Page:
This semiotic aspect of kitsch, signalling socialist realism, collectively aids the spirit of communism, and therefore kitsch objects can be said to possess agency (Gell, 1998). This agency was effectively used throughout Russia during the Soviet period in strategically constructed propaganda, and is still used today in modern day advertising. In Russian, the word propaganda bears no negative connotations, and can be likened to the capitalist term marketing. If then, we consider soviet propaganda as a marketing of communist ideals; kitsch can be understood as a type of marketing strategy.

Through slogans, sculptures, and exhortations, sentiment was packaged and offered with an associated kitsch image which was met by wide appeal. These images of manufactured sentimentality make up the essence of what is recognised as ‘totalitarian kitsch’. In an environment where suddenly unfathomable technology was questioning their ability to understand the materiality of the world, kitsch gave security and comfort, as the mass of unoriginal and sentimental artefacts acted as an anchor for their consumers.

By supplying reassurance that what is to come will resemble what has gone before, and that the hazards of innovation and uncertainty are far away, security was promoted. Lindquist (2002) explains that due to the manufacturing of sentimentality by kitsch, no one is totally immune to it, not even the most sophisticated, as Kundera and Friedlander also admit: most people are, at least at some points of their lives, sensitive to the allure of, say, romantic love, or the beauty of the sunset.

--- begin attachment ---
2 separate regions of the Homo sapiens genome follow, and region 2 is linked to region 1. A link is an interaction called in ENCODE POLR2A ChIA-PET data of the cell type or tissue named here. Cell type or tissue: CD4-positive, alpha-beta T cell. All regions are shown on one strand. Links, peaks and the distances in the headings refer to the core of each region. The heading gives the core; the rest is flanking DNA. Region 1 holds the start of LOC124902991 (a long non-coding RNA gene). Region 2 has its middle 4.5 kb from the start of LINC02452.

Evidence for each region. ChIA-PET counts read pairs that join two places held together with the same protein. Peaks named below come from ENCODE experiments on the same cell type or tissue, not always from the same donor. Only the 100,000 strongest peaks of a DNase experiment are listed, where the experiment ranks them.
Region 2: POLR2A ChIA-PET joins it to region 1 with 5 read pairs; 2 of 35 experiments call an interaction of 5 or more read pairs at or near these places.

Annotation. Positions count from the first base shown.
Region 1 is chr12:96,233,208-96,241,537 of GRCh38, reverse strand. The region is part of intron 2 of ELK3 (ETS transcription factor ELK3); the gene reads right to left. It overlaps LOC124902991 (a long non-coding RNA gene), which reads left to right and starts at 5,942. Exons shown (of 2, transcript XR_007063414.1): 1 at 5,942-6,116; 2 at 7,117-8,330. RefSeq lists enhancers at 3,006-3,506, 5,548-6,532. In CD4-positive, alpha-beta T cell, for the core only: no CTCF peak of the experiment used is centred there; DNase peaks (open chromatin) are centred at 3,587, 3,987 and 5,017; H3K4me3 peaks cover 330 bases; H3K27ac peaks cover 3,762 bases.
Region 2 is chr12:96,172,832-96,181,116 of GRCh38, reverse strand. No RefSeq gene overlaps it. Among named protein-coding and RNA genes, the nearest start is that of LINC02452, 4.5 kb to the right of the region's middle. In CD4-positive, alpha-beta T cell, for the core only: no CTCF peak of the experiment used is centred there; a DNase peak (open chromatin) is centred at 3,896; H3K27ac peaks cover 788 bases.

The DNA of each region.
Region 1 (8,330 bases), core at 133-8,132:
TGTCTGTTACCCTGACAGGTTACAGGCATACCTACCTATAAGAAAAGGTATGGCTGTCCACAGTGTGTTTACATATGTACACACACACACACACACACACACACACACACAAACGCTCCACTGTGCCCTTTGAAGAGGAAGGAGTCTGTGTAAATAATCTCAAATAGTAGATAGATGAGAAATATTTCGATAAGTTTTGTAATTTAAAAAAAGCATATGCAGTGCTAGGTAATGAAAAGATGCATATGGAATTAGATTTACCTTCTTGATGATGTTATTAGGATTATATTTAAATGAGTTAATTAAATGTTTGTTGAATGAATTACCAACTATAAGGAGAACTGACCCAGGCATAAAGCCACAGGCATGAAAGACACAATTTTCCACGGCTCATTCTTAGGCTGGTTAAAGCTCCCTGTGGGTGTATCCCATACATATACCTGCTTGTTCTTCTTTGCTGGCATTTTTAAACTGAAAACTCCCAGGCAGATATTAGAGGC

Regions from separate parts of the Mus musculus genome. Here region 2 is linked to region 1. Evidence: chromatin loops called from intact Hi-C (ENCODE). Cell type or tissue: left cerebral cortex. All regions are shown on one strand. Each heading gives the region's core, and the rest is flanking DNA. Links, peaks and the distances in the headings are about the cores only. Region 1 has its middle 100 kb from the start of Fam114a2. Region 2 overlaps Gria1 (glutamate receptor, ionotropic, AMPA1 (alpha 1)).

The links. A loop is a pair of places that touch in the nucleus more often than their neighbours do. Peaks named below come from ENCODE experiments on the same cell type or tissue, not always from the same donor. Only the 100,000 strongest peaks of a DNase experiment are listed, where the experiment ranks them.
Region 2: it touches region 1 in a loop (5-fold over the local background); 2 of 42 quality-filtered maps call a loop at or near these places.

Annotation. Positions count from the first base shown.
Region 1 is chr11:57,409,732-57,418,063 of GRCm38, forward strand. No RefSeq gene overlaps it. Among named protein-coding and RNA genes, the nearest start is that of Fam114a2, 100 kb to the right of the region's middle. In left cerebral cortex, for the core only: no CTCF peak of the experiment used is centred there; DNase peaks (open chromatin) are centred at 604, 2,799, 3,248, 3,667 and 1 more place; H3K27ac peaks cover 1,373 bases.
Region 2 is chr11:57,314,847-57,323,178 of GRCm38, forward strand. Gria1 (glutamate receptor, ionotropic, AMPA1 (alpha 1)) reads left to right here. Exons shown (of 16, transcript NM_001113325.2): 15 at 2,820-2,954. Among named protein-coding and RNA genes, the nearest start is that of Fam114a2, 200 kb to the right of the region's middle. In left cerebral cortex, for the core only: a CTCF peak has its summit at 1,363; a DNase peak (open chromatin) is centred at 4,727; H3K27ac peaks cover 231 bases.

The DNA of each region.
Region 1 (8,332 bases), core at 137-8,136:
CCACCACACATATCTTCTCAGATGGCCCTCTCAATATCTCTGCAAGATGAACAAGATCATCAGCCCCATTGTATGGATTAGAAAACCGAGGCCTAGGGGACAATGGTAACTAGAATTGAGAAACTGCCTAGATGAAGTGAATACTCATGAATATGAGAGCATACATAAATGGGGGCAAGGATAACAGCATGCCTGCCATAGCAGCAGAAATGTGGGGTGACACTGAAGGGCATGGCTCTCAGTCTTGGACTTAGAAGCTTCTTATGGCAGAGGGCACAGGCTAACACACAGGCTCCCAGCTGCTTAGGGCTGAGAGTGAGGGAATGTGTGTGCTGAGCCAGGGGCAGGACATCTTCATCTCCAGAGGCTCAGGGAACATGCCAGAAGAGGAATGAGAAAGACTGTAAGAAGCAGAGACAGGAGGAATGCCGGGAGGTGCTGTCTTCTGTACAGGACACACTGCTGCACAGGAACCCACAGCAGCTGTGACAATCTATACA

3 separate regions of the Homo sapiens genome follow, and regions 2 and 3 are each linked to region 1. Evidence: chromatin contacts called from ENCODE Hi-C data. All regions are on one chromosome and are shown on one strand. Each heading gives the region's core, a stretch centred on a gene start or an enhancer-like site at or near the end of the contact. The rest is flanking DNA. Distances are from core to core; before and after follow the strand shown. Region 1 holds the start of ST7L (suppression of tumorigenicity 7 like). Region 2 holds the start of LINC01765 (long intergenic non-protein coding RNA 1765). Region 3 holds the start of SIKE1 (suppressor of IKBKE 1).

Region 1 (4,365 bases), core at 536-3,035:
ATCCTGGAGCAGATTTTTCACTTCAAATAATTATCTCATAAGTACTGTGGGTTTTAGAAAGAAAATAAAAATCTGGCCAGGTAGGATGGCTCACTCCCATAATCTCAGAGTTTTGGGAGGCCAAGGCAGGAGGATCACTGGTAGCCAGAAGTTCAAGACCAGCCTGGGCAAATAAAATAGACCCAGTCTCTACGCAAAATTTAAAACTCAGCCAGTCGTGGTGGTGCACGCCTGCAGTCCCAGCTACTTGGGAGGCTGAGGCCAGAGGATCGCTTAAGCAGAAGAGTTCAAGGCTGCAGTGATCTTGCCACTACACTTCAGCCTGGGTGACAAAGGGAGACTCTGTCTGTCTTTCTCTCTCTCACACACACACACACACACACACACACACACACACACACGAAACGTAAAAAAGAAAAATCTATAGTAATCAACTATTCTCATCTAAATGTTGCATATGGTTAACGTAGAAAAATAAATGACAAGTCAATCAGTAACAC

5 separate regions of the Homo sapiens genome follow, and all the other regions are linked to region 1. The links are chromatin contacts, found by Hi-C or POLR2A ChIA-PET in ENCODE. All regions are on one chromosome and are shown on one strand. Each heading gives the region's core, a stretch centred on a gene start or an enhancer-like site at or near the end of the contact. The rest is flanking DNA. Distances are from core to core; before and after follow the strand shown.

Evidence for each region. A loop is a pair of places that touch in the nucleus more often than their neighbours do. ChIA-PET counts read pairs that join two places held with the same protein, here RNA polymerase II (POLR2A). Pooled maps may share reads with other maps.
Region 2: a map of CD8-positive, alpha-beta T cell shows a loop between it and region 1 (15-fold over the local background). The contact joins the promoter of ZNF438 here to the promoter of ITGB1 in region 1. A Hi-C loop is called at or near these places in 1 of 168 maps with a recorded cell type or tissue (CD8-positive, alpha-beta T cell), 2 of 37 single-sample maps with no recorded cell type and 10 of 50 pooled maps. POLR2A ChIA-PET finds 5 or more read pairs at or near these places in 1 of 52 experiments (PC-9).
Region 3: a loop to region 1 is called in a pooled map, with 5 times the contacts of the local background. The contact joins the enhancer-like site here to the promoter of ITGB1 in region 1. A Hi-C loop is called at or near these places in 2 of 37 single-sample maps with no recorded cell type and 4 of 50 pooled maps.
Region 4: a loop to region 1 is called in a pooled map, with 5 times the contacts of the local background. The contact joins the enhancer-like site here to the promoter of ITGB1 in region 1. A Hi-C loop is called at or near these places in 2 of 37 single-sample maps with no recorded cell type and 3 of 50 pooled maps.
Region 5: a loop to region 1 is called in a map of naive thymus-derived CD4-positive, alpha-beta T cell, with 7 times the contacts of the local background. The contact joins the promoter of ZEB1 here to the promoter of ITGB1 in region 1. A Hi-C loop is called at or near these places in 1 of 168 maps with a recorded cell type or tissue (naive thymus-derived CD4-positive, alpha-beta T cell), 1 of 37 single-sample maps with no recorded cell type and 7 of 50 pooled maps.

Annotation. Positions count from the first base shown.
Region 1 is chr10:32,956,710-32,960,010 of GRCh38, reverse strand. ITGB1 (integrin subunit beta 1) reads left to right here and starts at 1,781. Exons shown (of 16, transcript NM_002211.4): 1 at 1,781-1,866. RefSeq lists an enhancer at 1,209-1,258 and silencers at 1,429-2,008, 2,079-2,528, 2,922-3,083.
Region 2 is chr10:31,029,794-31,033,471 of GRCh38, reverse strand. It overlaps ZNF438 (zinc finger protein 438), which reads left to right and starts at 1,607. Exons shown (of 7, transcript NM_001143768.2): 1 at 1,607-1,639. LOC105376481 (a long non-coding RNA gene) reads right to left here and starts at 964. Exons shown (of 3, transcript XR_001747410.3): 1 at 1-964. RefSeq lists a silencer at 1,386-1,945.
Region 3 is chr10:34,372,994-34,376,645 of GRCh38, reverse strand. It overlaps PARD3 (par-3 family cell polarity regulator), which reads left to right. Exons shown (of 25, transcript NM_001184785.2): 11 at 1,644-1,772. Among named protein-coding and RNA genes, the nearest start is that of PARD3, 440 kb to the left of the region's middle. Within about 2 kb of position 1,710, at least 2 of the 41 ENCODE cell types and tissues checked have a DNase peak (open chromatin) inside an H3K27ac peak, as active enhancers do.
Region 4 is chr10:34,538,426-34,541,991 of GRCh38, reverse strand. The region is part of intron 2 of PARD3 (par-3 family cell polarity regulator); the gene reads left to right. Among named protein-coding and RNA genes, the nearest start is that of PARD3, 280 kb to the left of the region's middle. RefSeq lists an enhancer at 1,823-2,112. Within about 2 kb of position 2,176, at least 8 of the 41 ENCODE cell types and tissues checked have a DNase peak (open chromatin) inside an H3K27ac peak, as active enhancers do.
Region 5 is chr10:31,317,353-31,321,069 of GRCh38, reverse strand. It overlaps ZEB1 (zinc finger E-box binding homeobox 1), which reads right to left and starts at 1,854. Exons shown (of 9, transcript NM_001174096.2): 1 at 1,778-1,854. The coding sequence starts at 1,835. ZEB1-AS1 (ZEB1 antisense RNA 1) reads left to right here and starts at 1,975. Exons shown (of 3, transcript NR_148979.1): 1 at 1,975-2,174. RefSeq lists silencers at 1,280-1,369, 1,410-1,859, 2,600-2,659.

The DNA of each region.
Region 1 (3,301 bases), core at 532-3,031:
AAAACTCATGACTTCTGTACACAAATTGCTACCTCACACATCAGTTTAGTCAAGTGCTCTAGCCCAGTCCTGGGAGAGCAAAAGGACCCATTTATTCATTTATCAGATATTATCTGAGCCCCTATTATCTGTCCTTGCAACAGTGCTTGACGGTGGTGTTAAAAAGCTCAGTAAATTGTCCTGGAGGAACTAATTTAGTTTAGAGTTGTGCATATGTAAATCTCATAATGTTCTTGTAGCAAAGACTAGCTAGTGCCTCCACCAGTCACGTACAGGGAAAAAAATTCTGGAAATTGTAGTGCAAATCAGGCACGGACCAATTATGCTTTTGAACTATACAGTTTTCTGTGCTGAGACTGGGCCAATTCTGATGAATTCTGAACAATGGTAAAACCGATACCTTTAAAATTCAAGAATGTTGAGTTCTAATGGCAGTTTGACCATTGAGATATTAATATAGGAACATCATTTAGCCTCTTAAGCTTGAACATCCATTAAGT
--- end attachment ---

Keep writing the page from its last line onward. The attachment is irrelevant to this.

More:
In other words, the mode of representation with which kitsch operates, is iconic and indexical: it presents, rather than represents, the widely shared images of happiness, nostalgia, and beauty. When discussing kitsch and memory, nostalgia is an important area of discussion, where differences between ‘high’ culture and ‘popular’ culture and between ideology and everyday life, become blurred. This can be explained by using the example of food culture, where relatively cheap copies of formerly expensive luxury products came to play an ever important role.